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Keep talking, Sessions. It's helping your opponents.
As Joan McCarter wrote yesterday, when Alabama Sen. Jeff Sessions declared Jack Lew "must never be secretary of the treasury" it served as a reminder of the urgency of filibuster reform. The issue wasn't simply that Sessions was coming out against Lew, it's that Sessions was making the case that Lew must be blocked at all costs, and under current Senate rules, it would only take 40 Republicans to do exactly that.
Today, in an interview with Slate's Dave Weigel, Oregon Sen. Jeff Markley, who has led the fight to reform the filibuster, used Sessions as exhibit number one to illustrate the urgency of reform:
“It really does highlight how the intentional paralysis of the Senate, through the use of a filibuster as a party tool, has gotten out of hand,” says Oregon Sen. Jeff Merkley, one of the authors of the reform plan. “Here are qualified people, the president has just won re-election, and [Republicans] are making it as difficult as possible to get them confirmed.”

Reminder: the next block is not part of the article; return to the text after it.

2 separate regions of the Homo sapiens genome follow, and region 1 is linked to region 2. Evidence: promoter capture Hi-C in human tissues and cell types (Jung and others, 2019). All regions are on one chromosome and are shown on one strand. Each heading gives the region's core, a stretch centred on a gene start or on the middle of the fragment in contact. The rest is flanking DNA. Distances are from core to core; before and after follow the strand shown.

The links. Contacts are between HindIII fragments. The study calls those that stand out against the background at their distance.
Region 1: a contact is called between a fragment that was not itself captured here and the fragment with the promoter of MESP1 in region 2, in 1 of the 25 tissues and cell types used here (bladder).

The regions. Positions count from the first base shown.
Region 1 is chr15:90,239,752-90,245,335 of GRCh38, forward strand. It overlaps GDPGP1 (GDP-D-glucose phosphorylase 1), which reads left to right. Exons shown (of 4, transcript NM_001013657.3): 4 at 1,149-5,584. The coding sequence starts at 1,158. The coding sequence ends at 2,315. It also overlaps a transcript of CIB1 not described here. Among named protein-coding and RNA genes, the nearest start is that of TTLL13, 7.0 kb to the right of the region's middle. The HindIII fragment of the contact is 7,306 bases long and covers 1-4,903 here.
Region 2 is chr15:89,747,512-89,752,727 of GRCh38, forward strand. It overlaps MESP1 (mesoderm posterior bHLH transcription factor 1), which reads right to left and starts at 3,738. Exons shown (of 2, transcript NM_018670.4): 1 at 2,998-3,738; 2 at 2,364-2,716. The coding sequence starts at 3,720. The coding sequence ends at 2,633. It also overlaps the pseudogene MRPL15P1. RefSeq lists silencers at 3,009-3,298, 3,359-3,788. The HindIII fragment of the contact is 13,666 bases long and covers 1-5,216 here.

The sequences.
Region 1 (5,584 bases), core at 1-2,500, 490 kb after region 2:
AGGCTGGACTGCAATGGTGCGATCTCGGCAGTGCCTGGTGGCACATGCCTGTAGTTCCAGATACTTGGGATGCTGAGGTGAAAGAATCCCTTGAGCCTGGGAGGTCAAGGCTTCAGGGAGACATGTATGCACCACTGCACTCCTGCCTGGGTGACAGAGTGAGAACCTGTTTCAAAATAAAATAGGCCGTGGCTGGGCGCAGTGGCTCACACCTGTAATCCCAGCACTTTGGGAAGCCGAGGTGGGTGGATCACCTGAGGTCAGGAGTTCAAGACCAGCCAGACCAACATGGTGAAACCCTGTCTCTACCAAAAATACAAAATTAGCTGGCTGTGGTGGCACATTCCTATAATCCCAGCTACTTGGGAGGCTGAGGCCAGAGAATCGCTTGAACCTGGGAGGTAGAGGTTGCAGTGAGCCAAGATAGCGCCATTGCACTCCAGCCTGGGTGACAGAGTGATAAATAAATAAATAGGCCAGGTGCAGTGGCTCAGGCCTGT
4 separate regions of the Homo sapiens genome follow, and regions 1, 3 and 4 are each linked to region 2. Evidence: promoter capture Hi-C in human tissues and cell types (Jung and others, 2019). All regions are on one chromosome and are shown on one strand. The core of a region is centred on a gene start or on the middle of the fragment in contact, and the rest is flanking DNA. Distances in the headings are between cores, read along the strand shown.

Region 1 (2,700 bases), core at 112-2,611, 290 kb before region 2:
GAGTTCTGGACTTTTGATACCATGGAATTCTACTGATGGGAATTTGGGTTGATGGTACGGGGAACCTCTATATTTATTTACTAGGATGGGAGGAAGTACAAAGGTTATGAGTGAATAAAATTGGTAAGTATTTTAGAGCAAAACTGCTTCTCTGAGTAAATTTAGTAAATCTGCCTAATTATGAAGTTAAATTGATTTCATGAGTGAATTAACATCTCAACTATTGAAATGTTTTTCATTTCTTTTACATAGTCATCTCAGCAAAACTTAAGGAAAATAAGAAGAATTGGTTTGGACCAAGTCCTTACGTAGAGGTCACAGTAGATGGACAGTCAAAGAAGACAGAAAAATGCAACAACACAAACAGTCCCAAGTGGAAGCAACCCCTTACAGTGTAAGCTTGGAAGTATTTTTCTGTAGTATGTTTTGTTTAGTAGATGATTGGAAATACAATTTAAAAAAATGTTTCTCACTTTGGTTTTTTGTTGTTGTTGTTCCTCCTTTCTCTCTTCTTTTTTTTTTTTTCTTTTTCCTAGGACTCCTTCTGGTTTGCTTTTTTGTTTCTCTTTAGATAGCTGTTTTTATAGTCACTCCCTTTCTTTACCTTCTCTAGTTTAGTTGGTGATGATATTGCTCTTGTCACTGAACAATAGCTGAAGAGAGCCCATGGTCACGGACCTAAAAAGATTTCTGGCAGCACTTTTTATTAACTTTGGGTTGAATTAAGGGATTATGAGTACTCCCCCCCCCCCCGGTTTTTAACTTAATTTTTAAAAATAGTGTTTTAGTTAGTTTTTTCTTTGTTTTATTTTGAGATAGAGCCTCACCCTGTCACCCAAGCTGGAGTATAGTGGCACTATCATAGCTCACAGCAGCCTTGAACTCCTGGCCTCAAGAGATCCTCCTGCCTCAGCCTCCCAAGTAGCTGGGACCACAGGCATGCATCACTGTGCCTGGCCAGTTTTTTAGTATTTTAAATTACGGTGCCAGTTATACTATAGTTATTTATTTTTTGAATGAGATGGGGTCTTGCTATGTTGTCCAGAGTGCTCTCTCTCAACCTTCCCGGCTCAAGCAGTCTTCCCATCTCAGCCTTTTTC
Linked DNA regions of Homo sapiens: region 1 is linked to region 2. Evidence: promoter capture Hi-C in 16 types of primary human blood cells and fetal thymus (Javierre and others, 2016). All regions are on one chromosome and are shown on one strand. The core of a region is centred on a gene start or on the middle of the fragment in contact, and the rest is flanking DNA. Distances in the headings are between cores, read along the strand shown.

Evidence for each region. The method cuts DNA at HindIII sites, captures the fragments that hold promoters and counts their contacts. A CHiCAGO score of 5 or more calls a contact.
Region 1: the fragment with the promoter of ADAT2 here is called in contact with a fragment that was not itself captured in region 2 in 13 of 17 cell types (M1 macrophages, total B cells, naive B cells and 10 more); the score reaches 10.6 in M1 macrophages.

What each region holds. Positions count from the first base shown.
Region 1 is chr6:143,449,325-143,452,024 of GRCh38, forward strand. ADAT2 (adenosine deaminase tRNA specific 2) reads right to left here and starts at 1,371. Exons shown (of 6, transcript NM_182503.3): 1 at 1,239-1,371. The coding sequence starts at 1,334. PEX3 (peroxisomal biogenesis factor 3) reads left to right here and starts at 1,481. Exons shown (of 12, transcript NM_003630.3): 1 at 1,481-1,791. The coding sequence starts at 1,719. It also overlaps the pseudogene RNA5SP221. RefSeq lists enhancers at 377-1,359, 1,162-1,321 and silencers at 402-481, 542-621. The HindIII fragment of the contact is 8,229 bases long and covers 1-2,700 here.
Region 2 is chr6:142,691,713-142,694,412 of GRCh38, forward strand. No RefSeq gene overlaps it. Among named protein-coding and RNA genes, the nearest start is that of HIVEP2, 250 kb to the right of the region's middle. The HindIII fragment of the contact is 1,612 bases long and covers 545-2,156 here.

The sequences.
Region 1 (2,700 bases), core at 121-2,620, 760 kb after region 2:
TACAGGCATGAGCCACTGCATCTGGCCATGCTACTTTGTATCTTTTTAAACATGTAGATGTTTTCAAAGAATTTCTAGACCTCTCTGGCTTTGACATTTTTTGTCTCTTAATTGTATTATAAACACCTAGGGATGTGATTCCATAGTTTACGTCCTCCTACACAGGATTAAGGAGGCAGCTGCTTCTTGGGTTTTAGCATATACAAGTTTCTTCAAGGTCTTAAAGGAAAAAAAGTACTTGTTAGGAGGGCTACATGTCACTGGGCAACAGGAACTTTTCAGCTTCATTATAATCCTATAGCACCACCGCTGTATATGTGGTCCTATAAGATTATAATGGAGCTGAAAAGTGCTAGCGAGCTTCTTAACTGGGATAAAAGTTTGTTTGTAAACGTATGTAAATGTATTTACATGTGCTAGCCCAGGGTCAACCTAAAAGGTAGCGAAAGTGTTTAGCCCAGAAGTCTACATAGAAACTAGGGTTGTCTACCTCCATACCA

Republicans don't see it that way, however. Instead, they see Cabinet appointments as merely another opportunity for a hostage crisis:
With an expanded Democratic majority in the Senate, Obama could very well see all of his nominees confirmed. But the GOP will extract a price — Republicans are poised to hold up nominees to make their political points on issues ranging from the debt to EPA regulations to the Second Amendment.
“When the president chooses to pick a fight or to go through a bruising nomination, that’s got a real downside for the president,” Sen. Mike Johanns (R-Neb.) warned Tuesday. “What happens is everything backs up, and there’s enough of that problem already today.”
Sorry, Sen. Johanns. You lost the election. As Markos wrote on Wednesday, if you want to pick the Cabinet, you need to win the election first. Yes, the Senate must confirm those selections, but Democrats won the Senate. There's absolutely no reason on earth Republicans should have unfettered veto power over President Obama's cabinet nor the ability to extract concessions for letting him do the job the public hired him to do.
The good news is there's something the Senate can do about that: reform the filibuster. And when they officially convene for business, that's exactly what they should do.